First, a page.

If it were applied retroactively, it would mean new trials, at least for the sentencing phase, for juveniles serving life in prison without parole for crimes they committed in juveniles. reports there are 28 states in which juveniles who were 17 or younger at the time of their alleged crimes required automatic sentences of life without the possibility of parole.

The U.S. Supreme Court has granted a request for certiorari (review) on a case out of Louisiana to determine whether the Miller ruling should be applied to old criminal cases.

Our Birmingham criminal defense lawyers know that mandatory minimum sentencing in general – whether for juveniles or adults, homicide or drug crimes – deprive trial court judges of discretion where it would be prudent and the circumstances warrant.

In the Louisiana case being appealed, defendant is serving a mandatory life sentence for the murder of a deputy sheriff committed when defendant was 17. That was back in 1963. The state courts have all denied his motions for review in accordance with the Miller verdict, but now, the U.S. Supreme Court will take on the issue.

The court could decide directly on the issue of retroactivity, setting a precedent for all courts in the country, or it could decide the final say should be left with the states.

In Alabama, although the Alabama Court of Criminal Appeals ruled the court’s finding in Miller isn’t retroactive, that could still change. There is at least one case pending review by the Alabama Supreme Court on this very issue.

Since the ruling was issued in 2012, there have been several dozen incarcerated felons serving life sentences without parole who have requested the state afford them the opportunity to seek parole, considering their youthful age the time of the underlying offense.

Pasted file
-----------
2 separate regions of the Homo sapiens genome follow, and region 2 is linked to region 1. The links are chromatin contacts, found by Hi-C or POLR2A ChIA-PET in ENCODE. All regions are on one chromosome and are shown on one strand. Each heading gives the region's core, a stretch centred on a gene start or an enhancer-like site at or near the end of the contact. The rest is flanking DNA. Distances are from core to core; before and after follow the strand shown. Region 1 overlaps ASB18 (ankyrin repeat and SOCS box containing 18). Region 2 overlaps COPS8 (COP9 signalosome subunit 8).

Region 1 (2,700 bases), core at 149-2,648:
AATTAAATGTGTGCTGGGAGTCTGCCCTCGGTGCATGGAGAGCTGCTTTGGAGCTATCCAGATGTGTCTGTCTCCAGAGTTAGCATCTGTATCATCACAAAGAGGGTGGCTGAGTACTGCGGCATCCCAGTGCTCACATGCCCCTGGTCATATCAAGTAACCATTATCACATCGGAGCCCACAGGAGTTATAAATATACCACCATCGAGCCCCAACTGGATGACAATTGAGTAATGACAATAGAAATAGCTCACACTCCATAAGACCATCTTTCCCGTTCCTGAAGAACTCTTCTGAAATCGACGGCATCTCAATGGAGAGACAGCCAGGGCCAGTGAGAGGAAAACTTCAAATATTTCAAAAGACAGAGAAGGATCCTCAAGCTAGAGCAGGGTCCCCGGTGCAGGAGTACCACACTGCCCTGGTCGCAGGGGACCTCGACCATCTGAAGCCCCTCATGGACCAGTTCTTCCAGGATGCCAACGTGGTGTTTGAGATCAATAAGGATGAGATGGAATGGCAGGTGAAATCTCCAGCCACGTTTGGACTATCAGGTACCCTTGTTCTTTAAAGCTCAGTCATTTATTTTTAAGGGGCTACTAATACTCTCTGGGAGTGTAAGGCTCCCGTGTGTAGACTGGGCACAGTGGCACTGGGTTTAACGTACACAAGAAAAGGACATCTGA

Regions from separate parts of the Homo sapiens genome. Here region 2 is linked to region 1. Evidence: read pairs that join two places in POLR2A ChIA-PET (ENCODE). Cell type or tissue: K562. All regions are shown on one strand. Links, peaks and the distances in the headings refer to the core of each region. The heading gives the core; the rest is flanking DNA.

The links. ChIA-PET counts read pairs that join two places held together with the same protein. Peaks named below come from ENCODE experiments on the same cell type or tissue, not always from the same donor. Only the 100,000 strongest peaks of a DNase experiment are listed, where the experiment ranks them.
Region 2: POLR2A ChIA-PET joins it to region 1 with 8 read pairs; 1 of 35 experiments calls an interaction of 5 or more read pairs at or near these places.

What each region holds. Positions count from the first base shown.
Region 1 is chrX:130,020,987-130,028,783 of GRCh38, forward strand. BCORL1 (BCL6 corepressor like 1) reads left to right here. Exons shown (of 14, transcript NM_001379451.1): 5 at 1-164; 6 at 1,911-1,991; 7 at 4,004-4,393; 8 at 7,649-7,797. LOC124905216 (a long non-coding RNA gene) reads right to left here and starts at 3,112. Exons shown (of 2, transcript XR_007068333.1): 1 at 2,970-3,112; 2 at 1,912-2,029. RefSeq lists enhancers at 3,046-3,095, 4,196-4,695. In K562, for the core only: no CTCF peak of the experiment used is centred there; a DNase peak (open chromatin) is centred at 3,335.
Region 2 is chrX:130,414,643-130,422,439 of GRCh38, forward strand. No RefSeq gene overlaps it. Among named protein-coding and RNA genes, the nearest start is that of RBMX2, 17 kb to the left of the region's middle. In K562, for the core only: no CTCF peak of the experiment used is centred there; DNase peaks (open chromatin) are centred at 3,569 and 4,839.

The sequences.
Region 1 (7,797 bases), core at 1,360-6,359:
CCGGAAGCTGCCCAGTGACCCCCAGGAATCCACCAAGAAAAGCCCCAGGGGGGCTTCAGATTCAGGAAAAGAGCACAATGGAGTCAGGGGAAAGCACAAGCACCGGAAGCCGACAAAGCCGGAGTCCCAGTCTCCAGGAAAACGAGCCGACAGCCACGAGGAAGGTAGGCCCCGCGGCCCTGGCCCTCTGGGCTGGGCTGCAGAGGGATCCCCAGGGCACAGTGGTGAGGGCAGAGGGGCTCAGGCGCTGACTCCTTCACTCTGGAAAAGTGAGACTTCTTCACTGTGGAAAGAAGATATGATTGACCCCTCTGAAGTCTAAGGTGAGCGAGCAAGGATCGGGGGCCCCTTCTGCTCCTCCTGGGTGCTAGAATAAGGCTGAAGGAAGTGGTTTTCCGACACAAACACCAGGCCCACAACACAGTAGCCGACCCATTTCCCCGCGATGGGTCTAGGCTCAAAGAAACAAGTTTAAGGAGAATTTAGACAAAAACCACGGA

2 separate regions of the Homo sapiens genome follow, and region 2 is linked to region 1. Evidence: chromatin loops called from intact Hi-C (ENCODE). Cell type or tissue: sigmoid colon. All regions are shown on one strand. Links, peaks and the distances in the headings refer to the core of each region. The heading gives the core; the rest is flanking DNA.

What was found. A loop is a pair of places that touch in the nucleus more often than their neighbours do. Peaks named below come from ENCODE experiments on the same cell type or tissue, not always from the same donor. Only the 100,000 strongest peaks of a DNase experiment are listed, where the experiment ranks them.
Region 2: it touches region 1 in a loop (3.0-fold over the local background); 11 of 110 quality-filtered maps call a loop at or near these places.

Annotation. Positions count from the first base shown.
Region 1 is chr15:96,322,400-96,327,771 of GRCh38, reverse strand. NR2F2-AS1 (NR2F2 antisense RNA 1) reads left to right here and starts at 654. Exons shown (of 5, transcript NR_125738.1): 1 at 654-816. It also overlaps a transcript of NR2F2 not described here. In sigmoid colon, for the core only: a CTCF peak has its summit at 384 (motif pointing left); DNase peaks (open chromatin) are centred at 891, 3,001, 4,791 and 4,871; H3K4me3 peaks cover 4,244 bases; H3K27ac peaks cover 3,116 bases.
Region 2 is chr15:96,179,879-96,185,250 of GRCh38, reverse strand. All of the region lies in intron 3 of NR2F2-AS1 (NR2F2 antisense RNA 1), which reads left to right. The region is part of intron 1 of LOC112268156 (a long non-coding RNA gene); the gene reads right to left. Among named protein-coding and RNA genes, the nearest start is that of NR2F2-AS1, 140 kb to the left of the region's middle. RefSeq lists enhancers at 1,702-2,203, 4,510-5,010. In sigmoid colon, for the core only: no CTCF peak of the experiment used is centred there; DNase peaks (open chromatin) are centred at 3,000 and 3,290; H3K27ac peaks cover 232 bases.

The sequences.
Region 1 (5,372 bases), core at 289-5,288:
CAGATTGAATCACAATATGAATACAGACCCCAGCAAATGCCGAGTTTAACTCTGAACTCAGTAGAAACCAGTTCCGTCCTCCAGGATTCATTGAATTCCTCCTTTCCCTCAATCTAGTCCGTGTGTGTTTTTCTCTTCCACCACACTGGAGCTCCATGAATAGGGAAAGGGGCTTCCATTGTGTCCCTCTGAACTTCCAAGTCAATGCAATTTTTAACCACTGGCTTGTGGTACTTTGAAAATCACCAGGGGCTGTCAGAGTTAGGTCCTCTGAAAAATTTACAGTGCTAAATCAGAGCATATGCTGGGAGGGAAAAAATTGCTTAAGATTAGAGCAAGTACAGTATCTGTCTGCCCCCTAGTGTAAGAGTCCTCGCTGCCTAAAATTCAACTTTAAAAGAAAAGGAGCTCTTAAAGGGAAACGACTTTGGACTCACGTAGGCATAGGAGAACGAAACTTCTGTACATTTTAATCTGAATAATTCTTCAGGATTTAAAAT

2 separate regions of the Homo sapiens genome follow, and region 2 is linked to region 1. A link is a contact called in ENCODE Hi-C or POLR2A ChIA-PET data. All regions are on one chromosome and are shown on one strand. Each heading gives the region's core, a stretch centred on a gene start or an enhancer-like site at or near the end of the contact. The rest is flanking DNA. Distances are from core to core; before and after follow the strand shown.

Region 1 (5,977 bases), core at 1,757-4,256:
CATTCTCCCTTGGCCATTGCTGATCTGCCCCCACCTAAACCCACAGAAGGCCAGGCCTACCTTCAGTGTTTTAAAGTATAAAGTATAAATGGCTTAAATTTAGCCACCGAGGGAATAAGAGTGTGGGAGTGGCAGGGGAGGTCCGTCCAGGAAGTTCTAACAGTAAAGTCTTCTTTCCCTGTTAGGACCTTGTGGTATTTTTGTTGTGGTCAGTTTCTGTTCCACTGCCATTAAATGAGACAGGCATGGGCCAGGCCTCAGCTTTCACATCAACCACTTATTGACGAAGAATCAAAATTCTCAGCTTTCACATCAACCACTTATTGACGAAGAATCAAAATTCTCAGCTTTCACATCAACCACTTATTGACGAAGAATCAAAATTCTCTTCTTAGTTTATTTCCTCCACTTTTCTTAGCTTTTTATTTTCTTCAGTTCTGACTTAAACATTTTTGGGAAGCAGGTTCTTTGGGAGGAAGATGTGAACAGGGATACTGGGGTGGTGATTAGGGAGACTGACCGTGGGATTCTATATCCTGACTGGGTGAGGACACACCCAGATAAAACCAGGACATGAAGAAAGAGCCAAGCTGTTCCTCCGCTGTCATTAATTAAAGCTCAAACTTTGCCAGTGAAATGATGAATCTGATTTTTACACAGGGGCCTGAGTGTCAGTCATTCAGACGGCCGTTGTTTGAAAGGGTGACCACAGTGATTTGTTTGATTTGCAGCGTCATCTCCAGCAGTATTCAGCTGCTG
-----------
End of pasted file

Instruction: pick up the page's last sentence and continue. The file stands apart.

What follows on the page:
Although prosecutors have unsurprisingly argued against retroactive application, their primary argument against such a ruling is that it would require the court to have a re-sentencing for each prisoner, and to hold hearings as to potential mitigating circumstances for each defendant in order to make the final determination. But of course, this is what justice is all about.

The courts have well established that juveniles must be held to a different standard than adults in the criminal justice system. Even when they are tried as adults for serious crimes, the reality is they were not adults at the time of the alleged actions. Therefore, they should not be held to the same adult standards.

A ruling in favor of the Louisiana inmate would not mean the prison doors would suddenly swing open for those affected. Rather, it would afford them the opportunity to make a case for why they should someday be set free.

Additional Resources:

Miller v. Alabama, June 25, 2012, U.S. Supreme Court

More Blog Entries:

Alabama Prison Reform Could Alter Sentencing, Parole, March 19, 2015, Birmingham Criminal Defense Attorney Blog

Dickerson v. Alabama – Robbery Conviction Reversed by Alabama Appeals Court

Posted in Alabama Criminal Appeals

The Sixth Amendment to the U.S. Constitution guarantees that in all criminal prosecutions, the accused has the right to an attorney to aid in his or her defense. This point was underscored in the 1962 case of Gideon v. Wainwright, in which the U.S. Supreme court held legal representation is vital to the protection of fundamental rights of life and liberty of someone accused in a criminal matter. glock23